Opening the podcasts app for the first time might be a tad intimidating, simply because there are so many shows available. There are thousands of podcasts to choose from, but some deserve special attention. The podcasts below cover subjects from the zombie apocalypse (We’re Alive) to why basketball players should shoot free-throw shots underhand (Revisionist History) to the legendary Ben Schwartz “Solo Bolo” (Comedy Bang! Bang!). So sit back, plug in, and let the voices of the podcast world fill your head.
Note to Self
With the tagline of being a “tech show about being human,” Note to Self offers an interesting premise: every episode presents a small story about how our technology is changing the people who use it. Often quite dark, Note to Self forces audiences to rethink their use of technology. In this way, it’s similar to a podcast version of Black Mirror, but in real life rather than scripted television. As the show teaches, put your phones down, people, and enjoy the world around you. As you’ll quickly learn, there are plenty of reasons to do so.
More Perfect, a miniseries from the producers of RadioLab, is a miniseries that explores a different American Supreme Court case in each of its eight episodes. Rather than presenting the members of the court as the larger-than-life beings that politicians are often made to be, the show breathes humanity into the Justices. It walks through history, analysing the impact of different cases on the modern American Court, from judicial review to the beginning of the modern politicization of the court. Rather than feeling like a textbook reading, More Perfect almost feels like reading a People magazine article analyzing the relationships of Hollywood’s best; instead of traditional celebrities, the people the show follows are men and women who sit the bench in their signature black robes.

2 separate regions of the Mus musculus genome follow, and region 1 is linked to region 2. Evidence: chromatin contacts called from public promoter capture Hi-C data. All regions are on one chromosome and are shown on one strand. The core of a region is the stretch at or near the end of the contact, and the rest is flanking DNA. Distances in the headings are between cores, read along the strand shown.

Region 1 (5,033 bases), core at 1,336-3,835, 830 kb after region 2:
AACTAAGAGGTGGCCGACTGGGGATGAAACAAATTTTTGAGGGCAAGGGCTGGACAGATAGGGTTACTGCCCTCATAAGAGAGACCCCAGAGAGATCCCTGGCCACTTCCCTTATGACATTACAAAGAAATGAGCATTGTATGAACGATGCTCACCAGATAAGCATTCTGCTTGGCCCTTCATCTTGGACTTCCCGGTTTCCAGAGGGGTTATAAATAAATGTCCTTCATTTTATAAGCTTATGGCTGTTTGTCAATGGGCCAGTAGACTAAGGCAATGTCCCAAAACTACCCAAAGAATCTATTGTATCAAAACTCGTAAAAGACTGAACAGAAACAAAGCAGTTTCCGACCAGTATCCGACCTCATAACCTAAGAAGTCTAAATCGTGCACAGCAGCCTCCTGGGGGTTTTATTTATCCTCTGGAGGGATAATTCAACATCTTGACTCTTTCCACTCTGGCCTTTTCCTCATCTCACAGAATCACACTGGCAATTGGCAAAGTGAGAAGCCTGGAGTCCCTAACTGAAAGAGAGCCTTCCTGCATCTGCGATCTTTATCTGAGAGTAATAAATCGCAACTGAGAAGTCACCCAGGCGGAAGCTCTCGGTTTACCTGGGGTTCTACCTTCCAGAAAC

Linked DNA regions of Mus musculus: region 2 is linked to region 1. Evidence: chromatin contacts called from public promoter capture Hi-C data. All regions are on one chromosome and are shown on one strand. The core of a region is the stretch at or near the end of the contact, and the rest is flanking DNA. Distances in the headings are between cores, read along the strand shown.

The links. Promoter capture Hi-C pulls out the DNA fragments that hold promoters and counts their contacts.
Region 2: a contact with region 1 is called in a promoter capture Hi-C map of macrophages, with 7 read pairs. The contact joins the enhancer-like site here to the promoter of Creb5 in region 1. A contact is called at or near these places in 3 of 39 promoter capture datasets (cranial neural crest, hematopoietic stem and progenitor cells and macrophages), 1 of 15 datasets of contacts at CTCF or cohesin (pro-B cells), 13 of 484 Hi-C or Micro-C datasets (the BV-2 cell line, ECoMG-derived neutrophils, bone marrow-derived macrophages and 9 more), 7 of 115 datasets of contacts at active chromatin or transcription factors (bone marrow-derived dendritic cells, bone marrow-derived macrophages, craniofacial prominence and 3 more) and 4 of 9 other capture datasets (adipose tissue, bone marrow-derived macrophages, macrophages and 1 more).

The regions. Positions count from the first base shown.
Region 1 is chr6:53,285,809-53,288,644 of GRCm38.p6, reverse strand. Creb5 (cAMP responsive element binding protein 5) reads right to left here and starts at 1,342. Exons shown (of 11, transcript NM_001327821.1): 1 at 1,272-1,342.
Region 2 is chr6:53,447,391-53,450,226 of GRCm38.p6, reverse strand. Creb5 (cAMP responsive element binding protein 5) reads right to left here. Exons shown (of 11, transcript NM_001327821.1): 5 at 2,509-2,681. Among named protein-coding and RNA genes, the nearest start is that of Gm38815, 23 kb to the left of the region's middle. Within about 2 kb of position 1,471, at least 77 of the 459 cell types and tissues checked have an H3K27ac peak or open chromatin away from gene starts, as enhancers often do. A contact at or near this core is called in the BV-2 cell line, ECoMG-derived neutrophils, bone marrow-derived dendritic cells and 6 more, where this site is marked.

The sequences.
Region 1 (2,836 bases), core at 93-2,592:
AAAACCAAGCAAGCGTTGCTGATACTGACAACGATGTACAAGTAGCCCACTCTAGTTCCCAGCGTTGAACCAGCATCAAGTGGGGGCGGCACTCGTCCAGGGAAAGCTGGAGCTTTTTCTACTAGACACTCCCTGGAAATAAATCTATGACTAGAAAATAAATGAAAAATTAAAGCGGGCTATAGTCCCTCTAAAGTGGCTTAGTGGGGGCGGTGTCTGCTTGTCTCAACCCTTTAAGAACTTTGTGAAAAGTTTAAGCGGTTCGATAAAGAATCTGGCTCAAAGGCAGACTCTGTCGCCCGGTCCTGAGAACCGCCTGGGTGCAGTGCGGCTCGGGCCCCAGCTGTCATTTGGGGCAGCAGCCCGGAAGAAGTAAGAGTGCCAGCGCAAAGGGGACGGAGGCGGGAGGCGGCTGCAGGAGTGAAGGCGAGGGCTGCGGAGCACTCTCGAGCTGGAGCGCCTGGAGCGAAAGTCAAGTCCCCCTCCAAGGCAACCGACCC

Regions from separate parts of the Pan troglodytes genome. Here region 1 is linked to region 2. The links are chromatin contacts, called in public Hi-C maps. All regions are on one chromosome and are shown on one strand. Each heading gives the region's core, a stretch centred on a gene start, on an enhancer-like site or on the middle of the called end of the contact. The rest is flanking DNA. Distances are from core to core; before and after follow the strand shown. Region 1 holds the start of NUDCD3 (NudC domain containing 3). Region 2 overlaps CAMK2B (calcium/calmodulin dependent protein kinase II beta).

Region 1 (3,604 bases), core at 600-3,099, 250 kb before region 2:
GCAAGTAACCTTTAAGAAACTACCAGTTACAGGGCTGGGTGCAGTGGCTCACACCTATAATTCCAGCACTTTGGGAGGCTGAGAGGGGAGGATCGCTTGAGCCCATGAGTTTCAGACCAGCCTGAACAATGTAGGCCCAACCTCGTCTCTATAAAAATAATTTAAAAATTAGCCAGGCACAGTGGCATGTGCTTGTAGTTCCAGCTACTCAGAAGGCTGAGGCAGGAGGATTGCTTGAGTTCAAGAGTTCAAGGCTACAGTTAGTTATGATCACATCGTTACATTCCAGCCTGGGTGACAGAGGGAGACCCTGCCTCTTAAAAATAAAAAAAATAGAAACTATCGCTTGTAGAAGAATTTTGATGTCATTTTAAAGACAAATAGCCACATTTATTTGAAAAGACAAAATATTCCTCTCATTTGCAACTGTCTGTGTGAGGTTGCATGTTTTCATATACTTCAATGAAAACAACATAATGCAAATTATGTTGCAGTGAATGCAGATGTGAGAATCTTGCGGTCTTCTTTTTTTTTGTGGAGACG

From Malcolm Gladwell, the author behind Blink, Outliers, and David and Goliath, Revisionist History rethinks the things we take for granted. Gladwell walks through a different event or situation in each episode, exploring the fallacies that we just go with in everyday life. In three episodes, he digs deep into higher education, investigating the problems with huge donations to universities, how money is spent in schools, and the fundamental failures of the education system. Each episode is eye opening in an entirely different way, and you’ll quickly find yourself questioning the world around you.
One of the beautiful things about good design is that you never see it; you only actually notice design when it’s bad, like, “Why is this book so annoying to read? The font is terrible!” or, “That building is a huge eyesore.” Opposite of Revisionist History, 99% Invisible looks into the places where the design went right, where 99% of the time you never even see it. Most recently, 99PI looked into music and acoustics, letters to politicians, and changes in baseball strategy based on the big hitters.
John Oliver, yep, John Oliver, has a podcast. With Andy Zaltzman, The Bugle digs into the politics in news like no other. The deeply satirical, improvised show is just as good as its television counterpart, Last Week Tonight, and the conversations between Zaltzman and Oliver bring about fresh insights concerning different stories of the world.